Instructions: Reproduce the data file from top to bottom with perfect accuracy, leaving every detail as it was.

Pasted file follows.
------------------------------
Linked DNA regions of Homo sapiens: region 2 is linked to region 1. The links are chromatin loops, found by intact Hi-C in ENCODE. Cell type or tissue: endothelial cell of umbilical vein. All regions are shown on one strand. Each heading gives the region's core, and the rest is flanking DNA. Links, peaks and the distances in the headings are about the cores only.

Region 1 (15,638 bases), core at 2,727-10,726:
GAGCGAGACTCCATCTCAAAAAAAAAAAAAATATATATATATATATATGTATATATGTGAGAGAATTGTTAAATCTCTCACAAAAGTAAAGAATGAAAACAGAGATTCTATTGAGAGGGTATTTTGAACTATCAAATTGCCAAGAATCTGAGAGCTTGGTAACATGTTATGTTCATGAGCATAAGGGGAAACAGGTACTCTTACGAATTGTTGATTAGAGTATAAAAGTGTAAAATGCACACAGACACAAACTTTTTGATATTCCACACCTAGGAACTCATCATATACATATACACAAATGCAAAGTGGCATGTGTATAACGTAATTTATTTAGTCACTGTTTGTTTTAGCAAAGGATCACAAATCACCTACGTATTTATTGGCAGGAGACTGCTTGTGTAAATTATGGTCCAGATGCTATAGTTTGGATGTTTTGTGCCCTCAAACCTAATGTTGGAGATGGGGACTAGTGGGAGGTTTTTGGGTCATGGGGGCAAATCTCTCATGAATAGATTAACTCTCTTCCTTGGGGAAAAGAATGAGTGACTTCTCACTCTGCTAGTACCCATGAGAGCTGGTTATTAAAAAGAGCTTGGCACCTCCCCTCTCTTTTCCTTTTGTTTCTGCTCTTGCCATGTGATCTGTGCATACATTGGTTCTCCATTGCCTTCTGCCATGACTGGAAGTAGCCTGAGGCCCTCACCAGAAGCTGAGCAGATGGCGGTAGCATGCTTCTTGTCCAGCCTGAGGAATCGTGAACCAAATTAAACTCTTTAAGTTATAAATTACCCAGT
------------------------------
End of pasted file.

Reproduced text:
Linked DNA regions of Homo sapiens: region 2 is linked to region 1. The links are chromatin loops, found by intact Hi-C in ENCODE. Cell type or tissue: endothelial cell of umbilical vein. All regions are shown on one strand. Each heading gives the region's core, and the rest is flanking DNA. Links, peaks and the distances in the headings are about the cores only.

Region 1 (15,638 bases), core at 2,727-10,726:
GAGCGAGACTCCATCTCAAAAAAAAAAAAAATATATATATATATATATGTATATATGTGAGAGAATTGTTAAATCTCTCACAAAAGTAAAGAATGAAAACAGAGATTCTATTGAGAGGGTATTTTGAACTATCAAATTGCCAAGAATCTGAGAGCTTGGTAACATGTTATGTTCATGAGCATAAGGGGAAACAGGTACTCTTACGAATTGTTGATTAGAGTATAAAAGTGTAAAATGCACACAGACACAAACTTTTTGATATTCCACACCTAGGAACTCATCATATACATATACACAAATGCAAAGTGGCATGTGTATAACGTAATTTATTTAGTCACTGTTTGTTTTAGCAAAGGATCACAAATCACCTACGTATTTATTGGCAGGAGACTGCTTGTGTAAATTATGGTCCAGATGCTATAGTTTGGATGTTTTGTGCCCTCAAACCTAATGTTGGAGATGGGGACTAGTGGGAGGTTTTTGGGTCATGGGGGCAAATCTCTCATGAATAGATTAACTCTCTTCCTTGGGGAAAAGAATGAGTGACTTCTCACTCTGCTAGTACCCATGAGAGCTGGTTATTAAAAAGAGCTTGGCACCTCCCCTCTCTTTTCCTTTTGTTTCTGCTCTTGCCATGTGATCTGTGCATACATTGGTTCTCCATTGCCTTCTGCCATGACTGGAAGTAGCCTGAGGCCCTCACCAGAAGCTGAGCAGATGGCGGTAGCATGCTTCTTGTCCAGCCTGAGGAATCGTGAACCAAATTAAACTCTTTAAGTTATAAATTACCCAGT